• 1952
  • 1987
  • A Family business

    Vincent Ballu founded the Tecnoma company in 1952 selling agricultural sprayers and elevated tractors which revolutionized winegrowing machinery.

    In 1987, Exel was born following the acquisition of Berthoud, the French market leader for agricultural sprayers and garden sprinklers, thereby creating a multi-brand group for agricultural sprayers. Later, the group expanded to include gardening activities, beet harvesting and the industrial spray market.

  • 2019
  • Exxact Robotics, subsidiary of Exel Industries

    The group was created in 2019 and the Exxact Robotics subsidiary specializes in precision agricultural solutions.

    The structure is dedicated to developing autonomous agricultural vehicles and systems to enhance their perception of the specific environment involved in vineyards and also that of extensive cultures.  The aim is to offer sustainable solutions to accompany the major ongoing transitions in farming by limiting the use of crop protection products, developing new methods (biocontrol, agricultural ecology, simplified growth techniques), all of which require high-precision pulverisation.

    filiale EXXACT Robotic

    Team

    Working with Exxact Robotics means fostering a team spirit where responsibilities and autonomy are of the essence.

    Colin

    General manager

    Anouk

    Apprentice communication officer

    Camille

    product marketing manager

    Estelle

    Modeling engineer

    Matthieu

    Agronomical & sensor department

    Hakim

    Software department manager

    Boubacar

    AI integrator

    Marc

    agricultural technicien

    Marcos

    Robotics software integrator engineer

    Quentin

    Mechatronical engineer-apprentice

    Isabelle

    In charg of administrative and purchasing missions

    Florian

    Robotics expert

    Guillaume

    Agricultural technicien

    Jean-Pierre

    Mechatronics R&D consultant

    Jérémy

    Vineyard robotics trainee

    Arthur

    embedded software engineer

    Baptiste

    Quality engineer

    Loïc

    Embedded software engineer

    Paul

    Data scientist trainee

    Vincent

    Integrator engineer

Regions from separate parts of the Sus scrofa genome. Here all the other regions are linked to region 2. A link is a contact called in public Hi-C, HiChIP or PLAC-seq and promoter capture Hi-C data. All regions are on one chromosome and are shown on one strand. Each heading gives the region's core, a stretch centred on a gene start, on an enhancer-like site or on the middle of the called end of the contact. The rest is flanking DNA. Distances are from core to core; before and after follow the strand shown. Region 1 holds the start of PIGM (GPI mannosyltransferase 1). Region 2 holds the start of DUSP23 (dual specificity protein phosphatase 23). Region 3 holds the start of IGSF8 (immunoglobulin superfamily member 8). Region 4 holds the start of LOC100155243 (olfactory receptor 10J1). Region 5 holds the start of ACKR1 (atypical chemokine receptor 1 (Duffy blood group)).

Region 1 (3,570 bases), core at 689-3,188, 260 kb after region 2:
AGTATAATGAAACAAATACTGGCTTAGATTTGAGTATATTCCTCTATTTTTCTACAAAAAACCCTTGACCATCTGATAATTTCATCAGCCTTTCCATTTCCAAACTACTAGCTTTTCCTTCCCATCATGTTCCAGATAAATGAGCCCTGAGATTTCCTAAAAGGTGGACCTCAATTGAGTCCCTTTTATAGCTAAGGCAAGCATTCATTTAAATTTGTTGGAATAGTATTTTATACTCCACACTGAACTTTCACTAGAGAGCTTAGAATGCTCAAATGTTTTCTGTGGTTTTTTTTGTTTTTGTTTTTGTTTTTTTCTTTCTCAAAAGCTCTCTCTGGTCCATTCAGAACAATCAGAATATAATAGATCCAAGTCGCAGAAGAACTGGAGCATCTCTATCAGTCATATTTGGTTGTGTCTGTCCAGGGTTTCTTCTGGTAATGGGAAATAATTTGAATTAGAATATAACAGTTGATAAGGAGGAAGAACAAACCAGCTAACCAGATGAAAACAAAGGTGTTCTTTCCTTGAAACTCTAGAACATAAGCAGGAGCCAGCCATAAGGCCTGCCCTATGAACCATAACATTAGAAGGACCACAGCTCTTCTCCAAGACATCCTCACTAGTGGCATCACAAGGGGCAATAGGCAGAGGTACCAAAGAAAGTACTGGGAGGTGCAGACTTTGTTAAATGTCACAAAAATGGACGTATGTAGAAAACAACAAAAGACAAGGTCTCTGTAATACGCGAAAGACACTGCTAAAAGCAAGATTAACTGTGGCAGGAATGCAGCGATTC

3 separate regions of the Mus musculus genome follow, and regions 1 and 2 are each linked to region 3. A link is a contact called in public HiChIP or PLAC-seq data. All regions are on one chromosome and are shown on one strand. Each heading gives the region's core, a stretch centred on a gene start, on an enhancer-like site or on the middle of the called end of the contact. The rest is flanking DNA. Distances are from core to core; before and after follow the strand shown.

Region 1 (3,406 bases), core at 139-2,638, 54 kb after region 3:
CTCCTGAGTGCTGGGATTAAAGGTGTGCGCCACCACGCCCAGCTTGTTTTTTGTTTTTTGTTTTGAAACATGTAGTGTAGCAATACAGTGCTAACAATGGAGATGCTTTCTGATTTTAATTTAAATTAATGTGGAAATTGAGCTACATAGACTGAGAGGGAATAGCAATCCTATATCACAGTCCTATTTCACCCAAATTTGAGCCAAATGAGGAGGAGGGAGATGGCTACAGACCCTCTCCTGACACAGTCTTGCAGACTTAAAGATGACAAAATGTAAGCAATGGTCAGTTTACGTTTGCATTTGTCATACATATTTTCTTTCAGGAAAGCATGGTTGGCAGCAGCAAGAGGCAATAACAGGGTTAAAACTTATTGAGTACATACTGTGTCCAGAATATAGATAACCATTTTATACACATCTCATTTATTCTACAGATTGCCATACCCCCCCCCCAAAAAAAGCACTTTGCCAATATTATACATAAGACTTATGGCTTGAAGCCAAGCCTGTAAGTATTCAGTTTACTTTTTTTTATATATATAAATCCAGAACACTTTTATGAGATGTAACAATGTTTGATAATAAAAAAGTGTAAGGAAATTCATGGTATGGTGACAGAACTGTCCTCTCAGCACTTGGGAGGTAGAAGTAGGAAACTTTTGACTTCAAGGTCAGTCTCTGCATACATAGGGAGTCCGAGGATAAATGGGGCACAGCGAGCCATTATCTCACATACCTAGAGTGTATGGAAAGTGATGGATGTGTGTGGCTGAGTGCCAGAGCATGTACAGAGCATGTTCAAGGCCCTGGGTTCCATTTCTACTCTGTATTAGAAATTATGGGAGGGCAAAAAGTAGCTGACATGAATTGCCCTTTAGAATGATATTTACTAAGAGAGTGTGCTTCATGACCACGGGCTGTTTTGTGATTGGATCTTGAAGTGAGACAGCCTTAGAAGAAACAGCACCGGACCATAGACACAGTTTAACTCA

Hugues

    software development engineer

    Vanessa

    Product owner

    Jocelyn

    Mechanical R&D consultant

    L'équipe EXXACT Robotic

    Philosophy

    Agricultural ecology and artificial intelligence

    We strive towards increased efficiency in the application of sprayed products with the help of AI and vision sensors.  The aim is to reduce the quantity of fungicides, herbicides and insecticides used and to activate agronomic levers to fight against biological plagues.  This technology has the advantage of providing indispensable track and trace information for farmers and agricultural businesses.

    Robotics and sustainable solutions

    We are committed to developing autonomous agricultural vehicles which meet the requirements for organising farmsteads and ensuring the security of the users.  We are particularly attentive when it comes to finding sustainable solutions to address the problems winegrowers are currently confronted with in terms of best practices and the development of biological control requiring high-precision spraying.

    Missions

    1

    To guarantee yields, we would like to limit the impact of conventional agricultural chemical inputs, the use of which can be significantly reduced with practically no negative impact.

    The global population and its needs are constantly increasing and the objective is now to produce more with less.  According to the French newspaper Le Monde, “French research scientists have estimated that reducing chemical inputs by 30% would have no negative effects.”